Norse Gods and Goddess Prose Poems – #20 Iðun

Norse Gods and Goddess Prose Poems – #21 Iðun’s Apples

Norse Gods and Goddess Prose Poems – #22 Sól

Norse Gods and Goddess Prose Poems – #23 Máni

Norse Gods and Goddess Prose Poems – #24 Rán

Norse Gods and Goddess Prose Poems – #25 Hel

Norse Gods and Goddess Prose Poems – #26 Óðin

Norse Gods and Goddess Prose Poems – #27 Huggin and Munin

Norse Gods and Goddess Prose Poems – #28 Loki’s Salmon

Norse Gods and Goddess Prose Poems – #29 Loki

Norse Gods and Goddess Prose Poems – #30 Loki’s Monsters

Norse Gods and Goddess Prose Poems – #31 Týr

Norse Gods and Goddess Prose Poems – #32 Lay of Hymir

Norse Gods and Goddess Prose Poems – #33 Wisdom Pool Wonder

Norse Gods and Goddess Prose Poems – #34 Mimir

Norse Gods and Goddess Prose Poems – #35 The Power of the Runes

Norse Gods and Goddess Prose Poems – #36 The Poetry Mead

Norse Gods and Goddess Prose Poems – #37 Kvasir

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36 thoughts on “Norse Gods and Goddesses Prose Poems – #16 Njörð

  1. Pingback: Norse Gods and Goddesses Prose Poems – #1 Thor – Adrian Spendlow The Blog

  2. Pingback: Norse Gods and Goddesses Prose Poems – #2 Earth – Adrian Spendlow The Blog

  3. Pingback: Norse Gods and Goddesses Prose Poems – #3 Night – Adrian Spendlow The Blog

  4. Pingback: Norse Gods and Goddesses Prose Poems – #4 Augelmir – Adrian Spendlow The Blog

  5. Pingback: Norse Gods and Goddesses Prose Poems – #5 Heimdall – Adrian Spendlow The Blog

  6. Pingback: Norse Gods and Goddesses Prose Poems – #6 Eir – Adrian Spendlow The Blog

  7. Pingback: Norse Gods and Goddesses Prose Poems – #7 Vili – Adrian Spendlow The Blog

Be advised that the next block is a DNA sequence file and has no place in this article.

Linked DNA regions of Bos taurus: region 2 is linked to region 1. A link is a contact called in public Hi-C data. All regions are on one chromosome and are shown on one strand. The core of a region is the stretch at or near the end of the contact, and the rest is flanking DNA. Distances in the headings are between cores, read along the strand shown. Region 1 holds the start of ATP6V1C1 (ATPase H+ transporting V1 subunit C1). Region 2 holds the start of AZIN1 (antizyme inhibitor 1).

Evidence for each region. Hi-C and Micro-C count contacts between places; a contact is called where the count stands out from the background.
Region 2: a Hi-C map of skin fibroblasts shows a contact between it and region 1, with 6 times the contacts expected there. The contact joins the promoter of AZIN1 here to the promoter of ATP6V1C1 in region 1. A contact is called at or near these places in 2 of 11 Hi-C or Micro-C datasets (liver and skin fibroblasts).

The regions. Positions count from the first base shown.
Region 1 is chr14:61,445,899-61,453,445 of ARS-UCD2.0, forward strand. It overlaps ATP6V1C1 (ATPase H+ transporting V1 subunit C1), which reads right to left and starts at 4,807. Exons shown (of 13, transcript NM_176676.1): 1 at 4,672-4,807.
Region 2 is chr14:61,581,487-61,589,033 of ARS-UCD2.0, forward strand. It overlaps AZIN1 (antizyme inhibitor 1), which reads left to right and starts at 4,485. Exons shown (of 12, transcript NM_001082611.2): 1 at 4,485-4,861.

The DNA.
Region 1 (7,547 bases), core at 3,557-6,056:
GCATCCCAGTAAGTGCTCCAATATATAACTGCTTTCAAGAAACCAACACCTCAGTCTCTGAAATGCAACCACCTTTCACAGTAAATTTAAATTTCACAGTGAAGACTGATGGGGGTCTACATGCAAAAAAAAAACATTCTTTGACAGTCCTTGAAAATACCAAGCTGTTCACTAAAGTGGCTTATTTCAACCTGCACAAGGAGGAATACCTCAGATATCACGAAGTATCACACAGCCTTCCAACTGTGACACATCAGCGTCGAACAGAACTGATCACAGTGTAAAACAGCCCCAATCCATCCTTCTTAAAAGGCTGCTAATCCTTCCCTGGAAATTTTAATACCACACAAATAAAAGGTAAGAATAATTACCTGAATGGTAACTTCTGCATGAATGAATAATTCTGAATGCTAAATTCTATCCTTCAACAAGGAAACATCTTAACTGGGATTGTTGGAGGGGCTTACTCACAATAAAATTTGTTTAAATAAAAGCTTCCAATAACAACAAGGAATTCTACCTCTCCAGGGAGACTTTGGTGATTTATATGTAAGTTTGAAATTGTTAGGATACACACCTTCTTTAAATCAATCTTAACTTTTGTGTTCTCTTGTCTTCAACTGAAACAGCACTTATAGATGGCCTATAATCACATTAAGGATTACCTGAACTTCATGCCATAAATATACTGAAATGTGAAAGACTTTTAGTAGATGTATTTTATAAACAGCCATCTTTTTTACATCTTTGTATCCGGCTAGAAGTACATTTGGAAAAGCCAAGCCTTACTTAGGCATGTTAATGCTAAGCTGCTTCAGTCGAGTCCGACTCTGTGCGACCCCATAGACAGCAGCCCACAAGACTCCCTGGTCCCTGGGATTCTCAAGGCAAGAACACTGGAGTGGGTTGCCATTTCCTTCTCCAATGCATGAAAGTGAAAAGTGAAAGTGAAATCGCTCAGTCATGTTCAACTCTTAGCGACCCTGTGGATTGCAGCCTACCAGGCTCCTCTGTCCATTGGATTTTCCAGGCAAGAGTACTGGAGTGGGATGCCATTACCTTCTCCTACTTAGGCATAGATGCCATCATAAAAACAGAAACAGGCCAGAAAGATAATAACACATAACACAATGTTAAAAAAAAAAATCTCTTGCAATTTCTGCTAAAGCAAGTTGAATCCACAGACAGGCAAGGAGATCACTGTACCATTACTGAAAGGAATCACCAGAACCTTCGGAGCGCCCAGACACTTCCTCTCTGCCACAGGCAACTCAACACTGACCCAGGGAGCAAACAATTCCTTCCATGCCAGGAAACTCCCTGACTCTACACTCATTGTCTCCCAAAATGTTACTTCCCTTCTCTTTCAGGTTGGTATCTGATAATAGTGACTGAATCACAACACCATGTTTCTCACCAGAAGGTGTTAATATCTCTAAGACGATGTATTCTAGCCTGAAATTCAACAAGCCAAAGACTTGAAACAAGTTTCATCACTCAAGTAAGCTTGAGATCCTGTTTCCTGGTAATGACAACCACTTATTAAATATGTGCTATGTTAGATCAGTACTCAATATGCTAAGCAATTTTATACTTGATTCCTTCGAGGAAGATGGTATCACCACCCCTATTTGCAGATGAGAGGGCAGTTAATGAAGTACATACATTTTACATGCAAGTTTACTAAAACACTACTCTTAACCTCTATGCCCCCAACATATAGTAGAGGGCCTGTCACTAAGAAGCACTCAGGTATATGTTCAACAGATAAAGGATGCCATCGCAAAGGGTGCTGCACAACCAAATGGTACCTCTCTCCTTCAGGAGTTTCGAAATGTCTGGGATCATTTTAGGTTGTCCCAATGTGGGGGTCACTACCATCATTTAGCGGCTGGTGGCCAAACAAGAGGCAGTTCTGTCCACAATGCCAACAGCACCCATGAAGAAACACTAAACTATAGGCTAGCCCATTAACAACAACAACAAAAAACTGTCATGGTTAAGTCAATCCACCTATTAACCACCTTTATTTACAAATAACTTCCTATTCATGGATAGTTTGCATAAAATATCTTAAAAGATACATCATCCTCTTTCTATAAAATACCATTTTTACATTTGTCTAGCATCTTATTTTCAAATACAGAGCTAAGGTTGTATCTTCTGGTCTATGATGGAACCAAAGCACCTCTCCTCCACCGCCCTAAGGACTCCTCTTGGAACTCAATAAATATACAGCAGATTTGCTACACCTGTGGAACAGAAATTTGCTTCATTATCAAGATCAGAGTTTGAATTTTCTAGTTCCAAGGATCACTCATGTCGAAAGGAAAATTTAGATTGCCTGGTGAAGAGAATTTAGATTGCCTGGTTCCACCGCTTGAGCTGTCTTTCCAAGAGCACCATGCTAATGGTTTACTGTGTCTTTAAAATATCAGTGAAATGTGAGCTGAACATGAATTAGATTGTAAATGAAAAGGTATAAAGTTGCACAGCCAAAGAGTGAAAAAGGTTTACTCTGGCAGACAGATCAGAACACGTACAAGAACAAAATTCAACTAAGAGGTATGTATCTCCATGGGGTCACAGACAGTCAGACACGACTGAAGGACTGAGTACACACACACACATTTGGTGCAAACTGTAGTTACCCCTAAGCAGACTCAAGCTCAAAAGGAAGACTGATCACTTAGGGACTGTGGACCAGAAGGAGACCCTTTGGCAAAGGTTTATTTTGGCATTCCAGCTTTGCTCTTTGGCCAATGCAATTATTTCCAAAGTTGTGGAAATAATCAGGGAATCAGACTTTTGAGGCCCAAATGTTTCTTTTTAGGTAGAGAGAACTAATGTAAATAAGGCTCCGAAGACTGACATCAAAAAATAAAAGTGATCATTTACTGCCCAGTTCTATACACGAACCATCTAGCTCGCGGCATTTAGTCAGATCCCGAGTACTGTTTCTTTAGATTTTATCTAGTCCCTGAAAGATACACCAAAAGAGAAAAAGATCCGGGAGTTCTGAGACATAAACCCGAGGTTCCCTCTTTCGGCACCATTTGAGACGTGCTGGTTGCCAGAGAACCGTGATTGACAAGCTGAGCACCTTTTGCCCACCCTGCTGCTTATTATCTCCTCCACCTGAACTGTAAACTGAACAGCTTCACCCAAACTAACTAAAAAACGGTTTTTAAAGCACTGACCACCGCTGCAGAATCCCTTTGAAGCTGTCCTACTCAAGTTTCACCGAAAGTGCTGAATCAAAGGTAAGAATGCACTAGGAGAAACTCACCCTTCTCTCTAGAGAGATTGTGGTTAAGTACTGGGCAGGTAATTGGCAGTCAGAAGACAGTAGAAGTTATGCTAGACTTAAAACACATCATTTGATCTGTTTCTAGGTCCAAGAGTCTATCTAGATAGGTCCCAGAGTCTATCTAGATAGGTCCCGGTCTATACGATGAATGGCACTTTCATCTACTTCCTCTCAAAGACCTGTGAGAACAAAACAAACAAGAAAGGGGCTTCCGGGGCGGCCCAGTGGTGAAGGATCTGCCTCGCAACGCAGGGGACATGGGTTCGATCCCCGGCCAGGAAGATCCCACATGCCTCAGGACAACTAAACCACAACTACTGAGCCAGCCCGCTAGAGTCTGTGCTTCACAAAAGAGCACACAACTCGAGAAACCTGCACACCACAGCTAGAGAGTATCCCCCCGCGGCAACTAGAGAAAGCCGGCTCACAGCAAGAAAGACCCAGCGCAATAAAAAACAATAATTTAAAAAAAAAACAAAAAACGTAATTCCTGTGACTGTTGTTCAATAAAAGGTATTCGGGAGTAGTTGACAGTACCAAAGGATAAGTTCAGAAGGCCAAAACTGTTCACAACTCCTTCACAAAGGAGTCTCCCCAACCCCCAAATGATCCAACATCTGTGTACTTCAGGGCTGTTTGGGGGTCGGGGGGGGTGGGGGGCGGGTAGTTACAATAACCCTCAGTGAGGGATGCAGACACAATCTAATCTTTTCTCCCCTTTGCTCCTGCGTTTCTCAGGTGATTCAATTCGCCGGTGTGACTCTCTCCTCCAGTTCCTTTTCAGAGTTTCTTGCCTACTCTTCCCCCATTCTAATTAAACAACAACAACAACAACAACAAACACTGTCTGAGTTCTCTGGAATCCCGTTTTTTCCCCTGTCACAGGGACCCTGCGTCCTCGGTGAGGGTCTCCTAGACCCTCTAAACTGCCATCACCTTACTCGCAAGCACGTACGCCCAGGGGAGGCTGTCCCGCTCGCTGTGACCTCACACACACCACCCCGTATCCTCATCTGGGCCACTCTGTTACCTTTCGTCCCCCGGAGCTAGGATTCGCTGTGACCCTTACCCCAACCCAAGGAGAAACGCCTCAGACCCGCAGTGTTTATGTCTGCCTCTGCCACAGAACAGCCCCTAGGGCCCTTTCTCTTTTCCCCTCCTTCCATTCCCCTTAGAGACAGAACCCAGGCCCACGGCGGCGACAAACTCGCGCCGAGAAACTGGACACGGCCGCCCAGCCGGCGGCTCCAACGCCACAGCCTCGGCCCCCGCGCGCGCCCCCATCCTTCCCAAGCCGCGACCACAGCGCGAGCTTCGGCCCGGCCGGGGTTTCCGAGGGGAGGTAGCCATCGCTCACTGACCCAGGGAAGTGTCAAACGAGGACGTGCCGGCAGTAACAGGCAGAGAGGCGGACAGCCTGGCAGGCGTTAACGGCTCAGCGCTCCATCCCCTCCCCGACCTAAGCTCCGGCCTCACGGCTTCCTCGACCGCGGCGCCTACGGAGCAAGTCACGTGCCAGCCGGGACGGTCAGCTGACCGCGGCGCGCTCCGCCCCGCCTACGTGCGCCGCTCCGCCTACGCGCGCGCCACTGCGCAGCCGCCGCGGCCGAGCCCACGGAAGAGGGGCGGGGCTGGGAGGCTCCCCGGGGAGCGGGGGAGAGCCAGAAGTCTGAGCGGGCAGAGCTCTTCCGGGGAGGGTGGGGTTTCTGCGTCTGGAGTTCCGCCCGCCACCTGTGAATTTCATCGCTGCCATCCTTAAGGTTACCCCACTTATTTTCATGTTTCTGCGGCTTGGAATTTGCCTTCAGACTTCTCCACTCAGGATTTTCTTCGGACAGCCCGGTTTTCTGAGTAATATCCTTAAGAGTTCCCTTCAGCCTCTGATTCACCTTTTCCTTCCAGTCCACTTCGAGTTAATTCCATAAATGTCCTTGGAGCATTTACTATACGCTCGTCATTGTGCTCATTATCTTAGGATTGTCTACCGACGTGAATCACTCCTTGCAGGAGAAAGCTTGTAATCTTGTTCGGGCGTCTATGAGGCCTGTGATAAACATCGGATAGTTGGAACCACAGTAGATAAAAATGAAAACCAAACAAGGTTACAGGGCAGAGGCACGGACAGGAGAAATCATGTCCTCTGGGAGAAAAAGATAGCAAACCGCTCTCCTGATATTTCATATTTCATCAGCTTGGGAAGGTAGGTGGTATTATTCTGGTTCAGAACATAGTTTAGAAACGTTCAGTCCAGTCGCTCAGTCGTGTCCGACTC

8. Pingback: Norse Gods and Goddesses Prose Poems – #8 Ve – Adrian Spendlow The Blog

  9. Pingback: Norse Gods and Goddesses Prose Poems – #9 Siv – Adrian Spendlow The Blog

  10. Pingback: Norse Gods and Goddesses Prose Poems – #10 Hænir – Adrian Spendlow The Blog

  11. Pingback: Norse Gods and Goddesses Prose Poems – #11 Frejya – Adrian Spendlow The Blog

  12. Pingback: Norse Gods and Goddesses Prose Poems – #12 The Hyndla Lay – Adrian Spendlow The Blog

  13. Pingback: Norse Gods and Goddesses Prose Poems – #13 Freyr – Adrian Spendlow The Blog

  14. Pingback: Norse Gods and Goddesses Prose Poems – #14 All for the Love of Gerd – Adrian Spendlow The Blog

  15. Pingback: Norse Gods and Goddesses Prose Poems; #15 Skaði – Adrian Spendlow The Blog

  16. Pingback: Norse Gods and Goddesses Prose Poems – #17 Frigg – Adrian Spendlow The Blog

  17. Pingback: Norse Gods and Goddesses Prose Poems – #18 Balder – Adrian Spendlow The Blog

  18. Pingback: Norse Gods and Goddesses Prose Poems – #19 Then Balder Was Dead – Adrian Spendlow The Blog

  19. Pingback: Norse Gods and Goddesses Prose Poems – #20 Iðun – Adrian Spendlow The Blog

  20. Pingback: Norse Gods and Goddesses Prose Poems – #21 Iðun’s Apples – Adrian Spendlow The Blog

  21. Pingback: Norse Gods and Goddesses Prose Poems – #22 Sól – Adrian Spendlow The Blog

  22. Pingback: Norse Gods and Goddesses Prose Poems – #23 Máni – Adrian Spendlow The Blog

  23. Pingback: Norse Gods and Goddesses Prose Poems – #25 Hel – Adrian Spendlow The Blog

  24. Pingback: Norse Gods and Goddesses Prose Poems – #26 Odin – Adrian Spendlow The Blog

  25. Pingback: Norse Gods and Goddesses Prose Poems – #24 Rán – Adrian Spendlow The Blog

  26. Pingback: Norse Gods and Goddesses Prose Poems – #27 Huggin and Munin – Adrian Spendlow The Blog

  27. Pingback: Norse Gods and Goddesses Prose Poems – #29 Loki – Adrian Spendlow The Blog

  28. Pingback: Norse Gods and Goddesses Prose Poems – #28 Loki’s Salmon – Adrian Spendlow The Blog

  29. Pingback: Norse Gods and Goddesses Prose Poems – #30 Loki’s Monsters – Adrian Spendlow The Blog

  30. Pingback: Norse Gods and Goddesses Prose Poems – #31 Týr – Adrian Spendlow The Blog

  31. Pingback: Norse Gods and Goddesses Prose Poems – #32 Lay of Hymir – Adrian Spendlow The Blog

  32. Pingback: Norse Gods and Goddesses Prose Poems – #33 Wisdom Pool Wonder – Adrian Spendlow The Blog

  33. Pingback: Norse Gods and Goddesses Prose Poems – #34 Mimir – Adrian Spendlow The Blog

  34. Pingback: Norse Gods and Goddesses Prose Poems – #35 The Power of the Runes – Adrian Spendlow The Blog

  35. Pingback: Norse Gods and Goddesses Prose Poems – #36 The Poetry Mead – Adrian Spendlow The Blog

  36. Pingback: Norse Gods and Goddesses Prose Poems – #37 Kvasir – Adrian Spendlow The Blog